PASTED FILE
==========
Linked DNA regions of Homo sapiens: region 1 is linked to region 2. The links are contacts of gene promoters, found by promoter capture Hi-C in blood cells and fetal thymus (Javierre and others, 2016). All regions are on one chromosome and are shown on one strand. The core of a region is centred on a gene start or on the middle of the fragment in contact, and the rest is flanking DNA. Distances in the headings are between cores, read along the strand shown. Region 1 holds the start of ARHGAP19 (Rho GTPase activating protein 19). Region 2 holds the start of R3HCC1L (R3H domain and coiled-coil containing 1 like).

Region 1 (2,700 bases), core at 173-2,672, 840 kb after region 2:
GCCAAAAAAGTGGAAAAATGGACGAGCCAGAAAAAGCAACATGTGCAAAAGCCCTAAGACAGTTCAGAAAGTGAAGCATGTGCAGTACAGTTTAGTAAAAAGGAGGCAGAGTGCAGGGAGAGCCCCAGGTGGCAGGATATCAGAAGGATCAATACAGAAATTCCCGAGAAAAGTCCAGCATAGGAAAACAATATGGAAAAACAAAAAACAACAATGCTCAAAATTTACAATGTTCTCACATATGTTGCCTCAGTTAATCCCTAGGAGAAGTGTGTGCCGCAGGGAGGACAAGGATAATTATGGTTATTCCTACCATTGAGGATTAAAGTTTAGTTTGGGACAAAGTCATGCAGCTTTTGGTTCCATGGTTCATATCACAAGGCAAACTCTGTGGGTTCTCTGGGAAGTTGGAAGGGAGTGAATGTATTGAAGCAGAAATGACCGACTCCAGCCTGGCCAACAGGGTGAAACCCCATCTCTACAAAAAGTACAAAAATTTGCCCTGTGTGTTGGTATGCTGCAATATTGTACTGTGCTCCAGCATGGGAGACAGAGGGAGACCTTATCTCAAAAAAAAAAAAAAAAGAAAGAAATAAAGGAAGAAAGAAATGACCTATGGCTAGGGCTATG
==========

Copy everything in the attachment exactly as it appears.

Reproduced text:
Linked DNA regions of Homo sapiens: region 1 is linked to region 2. The links are contacts of gene promoters, found by promoter capture Hi-C in blood cells and fetal thymus (Javierre and others, 2016). All regions are on one chromosome and are shown on one strand. The core of a region is centred on a gene start or on the middle of the fragment in contact, and the rest is flanking DNA. Distances in the headings are between cores, read along the strand shown. Region 1 holds the start of ARHGAP19 (Rho GTPase activating protein 19). Region 2 holds the start of R3HCC1L (R3H domain and coiled-coil containing 1 like).

Region 1 (2,700 bases), core at 173-2,672, 840 kb after region 2:
GCCAAAAAAGTGGAAAAATGGACGAGCCAGAAAAAGCAACATGTGCAAAAGCCCTAAGACAGTTCAGAAAGTGAAGCATGTGCAGTACAGTTTAGTAAAAAGGAGGCAGAGTGCAGGGAGAGCCCCAGGTGGCAGGATATCAGAAGGATCAATACAGAAATTCCCGAGAAAAGTCCAGCATAGGAAAACAATATGGAAAAACAAAAAACAACAATGCTCAAAATTTACAATGTTCTCACATATGTTGCCTCAGTTAATCCCTAGGAGAAGTGTGTGCCGCAGGGAGGACAAGGATAATTATGGTTATTCCTACCATTGAGGATTAAAGTTTAGTTTGGGACAAAGTCATGCAGCTTTTGGTTCCATGGTTCATATCACAAGGCAAACTCTGTGGGTTCTCTGGGAAGTTGGAAGGGAGTGAATGTATTGAAGCAGAAATGACCGACTCCAGCCTGGCCAACAGGGTGAAACCCCATCTCTACAAAAAGTACAAAAATTTGCCCTGTGTGTTGGTATGCTGCAATATTGTACTGTGCTCCAGCATGGGAGACAGAGGGAGACCTTATCTCAAAAAAAAAAAAAAAAGAAAGAAATAAAGGAAGAAAGAAATGACCTATGGCTAGGGCTATG